IMDb > "Columbo" A Friend in Deed (1974)

"Columbo" A Friend in Deed (1974)

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Peter S. Fischer (written by)
Richard Levinson (created by) ...
View company contact information for A Friend in Deed on IMDbPro.
TV Series:
Original Air Date:
5 May 1974 (Season 3, Episode 8)
A police commissioner provides a false alibi for a wife killer, but then expects an alibi in return. Full summary » | Add synopsis »
User Reviews:
A strong story delivered well by strong performances aided by a director with an eye for helping the actors See more (19 total) »


 (Episode Cast) (in credits order) (verified as complete)

Peter Falk ... Columbo

Richard Kiley ... Mark Halperin

Rosemary Murphy ... Margaret Halperin

Michael McGuire ... Hugh Caldwell

Val Avery ... Artie Jessup

Eric Christmas ... Bruno Wexler
Eleanor Zee ... Thelma

John Finnegan ... Lt. Duffy

Arlene Martel ... Salesgirl (as Arlene Martell)
Victor Campos ... Doyle
Joshua Bryant ... Dr. MacMurray
John Calvin ... Charlie Shoup
Byron Morrow ... Amos Lawrence
James V. Christy ... Sharkey

Alma Beltran ... Mrs. Fernandez
Albert Popwell ... Al Como
Ben Marino ... Sgt. Ned Randall
Judson Morgan ... Charles
T.J. Castronovo ... Policeman (as Tom Castronova)
Paul Sorensen ... Police Pilot
Bernie Kuby ... Nathan Flowers
Mike Lally ... 2nd Bartender
Richard Lanci ... 1st Patrolman (as Richard Lance)
Eldon Burke ... Photographer
Jack Krupnick ... Limousine Driver
rest of cast listed alphabetically:
Duke Fishman ... Cop (uncredited)
Ben Frommer ... Bartender (uncredited)
Mickey Golden ... Reporter (uncredited)
Michael Jeffers ... Barfly (uncredited)
Cosmo Sardo ... Club Member (uncredited)

Dianne Travis ... Woman In Bar (uncredited)
Max Wagner ... Barfly (uncredited)

Episode Crew
Directed by
Ben Gazzara 
Writing credits
Peter S. Fischer (written by)

Richard Levinson (created by) &
William Link (created by)

Produced by
Edward K. Dodds .... producer
Dean Hargrove .... executive producer
Roland Kibbee .... executive producer
Original Music by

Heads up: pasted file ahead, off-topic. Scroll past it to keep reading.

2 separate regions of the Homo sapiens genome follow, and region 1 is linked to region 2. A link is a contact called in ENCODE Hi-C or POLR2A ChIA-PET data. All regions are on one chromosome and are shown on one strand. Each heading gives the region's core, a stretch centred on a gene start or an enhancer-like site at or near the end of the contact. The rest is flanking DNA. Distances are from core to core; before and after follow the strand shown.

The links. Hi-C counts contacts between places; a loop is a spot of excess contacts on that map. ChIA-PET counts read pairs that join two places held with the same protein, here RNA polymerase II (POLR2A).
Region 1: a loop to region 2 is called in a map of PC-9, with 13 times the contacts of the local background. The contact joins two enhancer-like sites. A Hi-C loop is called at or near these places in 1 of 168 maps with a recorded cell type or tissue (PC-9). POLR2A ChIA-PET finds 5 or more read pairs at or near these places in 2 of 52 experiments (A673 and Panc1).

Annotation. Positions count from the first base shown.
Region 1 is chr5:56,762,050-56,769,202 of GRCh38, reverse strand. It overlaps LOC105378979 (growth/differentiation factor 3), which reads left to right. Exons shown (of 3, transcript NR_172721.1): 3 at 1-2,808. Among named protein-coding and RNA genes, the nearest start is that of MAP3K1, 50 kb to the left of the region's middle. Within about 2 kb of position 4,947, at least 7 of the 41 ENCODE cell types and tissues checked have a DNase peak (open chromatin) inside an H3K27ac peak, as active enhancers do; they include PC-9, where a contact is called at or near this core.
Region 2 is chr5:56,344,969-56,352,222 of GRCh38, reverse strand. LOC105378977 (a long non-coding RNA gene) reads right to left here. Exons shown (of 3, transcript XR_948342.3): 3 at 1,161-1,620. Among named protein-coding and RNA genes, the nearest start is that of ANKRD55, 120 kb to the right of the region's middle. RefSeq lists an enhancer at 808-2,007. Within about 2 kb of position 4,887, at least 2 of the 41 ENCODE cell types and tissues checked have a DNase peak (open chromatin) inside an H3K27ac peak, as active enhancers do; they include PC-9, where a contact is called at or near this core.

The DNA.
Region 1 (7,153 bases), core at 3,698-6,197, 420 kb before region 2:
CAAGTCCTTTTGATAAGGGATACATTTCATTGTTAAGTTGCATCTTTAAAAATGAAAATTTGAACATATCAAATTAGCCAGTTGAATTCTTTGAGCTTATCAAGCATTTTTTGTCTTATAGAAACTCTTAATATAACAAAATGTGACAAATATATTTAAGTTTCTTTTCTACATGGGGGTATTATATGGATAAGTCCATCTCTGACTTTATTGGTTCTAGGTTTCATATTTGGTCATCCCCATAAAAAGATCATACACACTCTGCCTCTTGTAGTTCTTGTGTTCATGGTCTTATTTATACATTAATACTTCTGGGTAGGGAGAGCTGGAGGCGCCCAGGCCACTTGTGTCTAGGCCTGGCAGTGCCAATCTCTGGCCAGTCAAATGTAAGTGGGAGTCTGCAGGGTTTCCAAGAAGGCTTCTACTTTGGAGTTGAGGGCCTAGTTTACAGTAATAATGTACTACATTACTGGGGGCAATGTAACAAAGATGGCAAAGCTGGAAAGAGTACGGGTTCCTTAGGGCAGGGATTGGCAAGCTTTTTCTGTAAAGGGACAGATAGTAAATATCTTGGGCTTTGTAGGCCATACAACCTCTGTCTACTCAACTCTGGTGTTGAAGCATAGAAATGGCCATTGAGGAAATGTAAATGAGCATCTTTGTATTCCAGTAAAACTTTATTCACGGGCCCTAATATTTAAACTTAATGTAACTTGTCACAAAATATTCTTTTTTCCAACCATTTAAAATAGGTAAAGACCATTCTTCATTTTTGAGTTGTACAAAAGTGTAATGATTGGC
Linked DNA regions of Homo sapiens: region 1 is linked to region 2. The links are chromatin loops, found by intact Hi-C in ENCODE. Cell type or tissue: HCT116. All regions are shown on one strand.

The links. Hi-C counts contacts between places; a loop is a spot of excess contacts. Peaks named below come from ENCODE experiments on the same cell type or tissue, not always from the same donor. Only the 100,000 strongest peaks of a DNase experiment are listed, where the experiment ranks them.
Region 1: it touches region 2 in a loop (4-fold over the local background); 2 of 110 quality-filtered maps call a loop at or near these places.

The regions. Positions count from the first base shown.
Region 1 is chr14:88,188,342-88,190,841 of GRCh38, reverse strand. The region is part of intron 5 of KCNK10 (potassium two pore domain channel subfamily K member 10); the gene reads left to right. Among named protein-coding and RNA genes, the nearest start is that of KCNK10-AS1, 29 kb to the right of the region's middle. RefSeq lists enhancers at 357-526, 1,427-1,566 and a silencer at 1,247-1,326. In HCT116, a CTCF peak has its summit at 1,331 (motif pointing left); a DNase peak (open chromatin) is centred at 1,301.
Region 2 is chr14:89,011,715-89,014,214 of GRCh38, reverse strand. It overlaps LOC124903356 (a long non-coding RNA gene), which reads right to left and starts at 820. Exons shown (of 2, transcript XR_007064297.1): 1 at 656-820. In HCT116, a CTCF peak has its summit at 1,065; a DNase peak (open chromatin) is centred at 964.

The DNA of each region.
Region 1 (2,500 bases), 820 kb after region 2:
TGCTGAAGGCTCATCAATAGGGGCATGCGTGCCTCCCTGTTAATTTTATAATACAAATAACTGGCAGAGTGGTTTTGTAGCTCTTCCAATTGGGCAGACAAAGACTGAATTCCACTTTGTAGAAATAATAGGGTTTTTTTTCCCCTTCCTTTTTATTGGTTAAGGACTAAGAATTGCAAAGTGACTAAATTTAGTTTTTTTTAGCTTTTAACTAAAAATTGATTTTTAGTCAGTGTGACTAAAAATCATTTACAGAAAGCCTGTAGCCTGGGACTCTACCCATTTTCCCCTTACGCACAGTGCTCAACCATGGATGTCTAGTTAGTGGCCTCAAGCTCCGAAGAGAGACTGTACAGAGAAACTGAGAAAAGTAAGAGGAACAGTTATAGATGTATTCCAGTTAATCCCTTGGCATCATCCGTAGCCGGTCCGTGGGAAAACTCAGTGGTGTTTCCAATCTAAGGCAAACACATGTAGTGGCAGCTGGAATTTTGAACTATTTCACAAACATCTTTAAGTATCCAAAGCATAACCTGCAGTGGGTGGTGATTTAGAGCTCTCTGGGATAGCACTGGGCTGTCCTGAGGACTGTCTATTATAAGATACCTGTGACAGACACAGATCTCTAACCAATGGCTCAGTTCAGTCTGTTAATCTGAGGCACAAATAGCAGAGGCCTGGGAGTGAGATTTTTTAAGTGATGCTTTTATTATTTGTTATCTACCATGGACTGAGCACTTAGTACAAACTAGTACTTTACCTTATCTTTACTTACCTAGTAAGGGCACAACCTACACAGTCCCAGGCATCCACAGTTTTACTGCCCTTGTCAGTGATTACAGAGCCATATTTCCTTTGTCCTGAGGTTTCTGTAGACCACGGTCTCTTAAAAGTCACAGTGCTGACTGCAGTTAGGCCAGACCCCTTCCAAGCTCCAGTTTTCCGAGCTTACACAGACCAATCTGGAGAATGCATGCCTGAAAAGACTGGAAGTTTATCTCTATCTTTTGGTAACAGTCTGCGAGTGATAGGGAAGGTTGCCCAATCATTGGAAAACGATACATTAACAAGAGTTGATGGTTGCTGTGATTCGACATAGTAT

Dick DeBenedictis  (as Dick De Benedictis)
Billy Goldenberg 
Cinematography by
William Cronjager (director of photography)
Film Editing by
Robert L. Kimble 
Art Direction by
John W. Corso 
Set Decoration by
Bill McLaughlin (set decorations) (as William McLaughlin)
Production Management
Brad H. Aronson .... unit manager (as Brad Aronson)
Second Unit Director or Assistant Director
Phil Cook .... assistant director (as Phillip Cook)
Sound Department
Wallace R. Bearden .... sound (as Wallace Bearden)
Costume and Wardrobe Department
Grady Hunt .... costumes
Editorial Department
Richard Belding .... editorial supervisor
Arnold Baker .... assistant editor (uncredited)
Steve Johnson .... colorist (uncredited)
Music Department
Henry Mancini .... composer: Mystery Movie theme
Hal Mooney .... music supervisor
Other crew
Wayne Fitzgerald .... main title design
Crew verified as complete

Production CompaniesDistributorsOther Companies

Additional Details

Also Known As:
USA:95 min | USA:98 min
Color (Technicolor)
Aspect Ratio:
1.33 : 1 See more »
Sound Mix:
Australia:PG (video rating) | Finland:K-18 (2005) (DVD) (self applied) | UK:12 (video rating) (2005)

Did You Know?

The funeral home featured in the stock shot (at around 36 mins) is not California. It is the luxurious Ephrussi de Rothschild villa and gardens in Saint-Jean-Cap-Ferrat on the French Riviera. This location is notably featured in the James Bond movie Never Say Never Again.See more »
Revealing mistakes: When Columbo opens the door to the balcony in the Commissioner's bedroom it opens in. When the shot continues from the outside, the door opens out.See more »
Police Pilot:A little early in the evening for this burglar, isn't it, Commissioner?
Mark Halperin:You never know, Pete. Clocks don't mean a thing in an empty house, you know.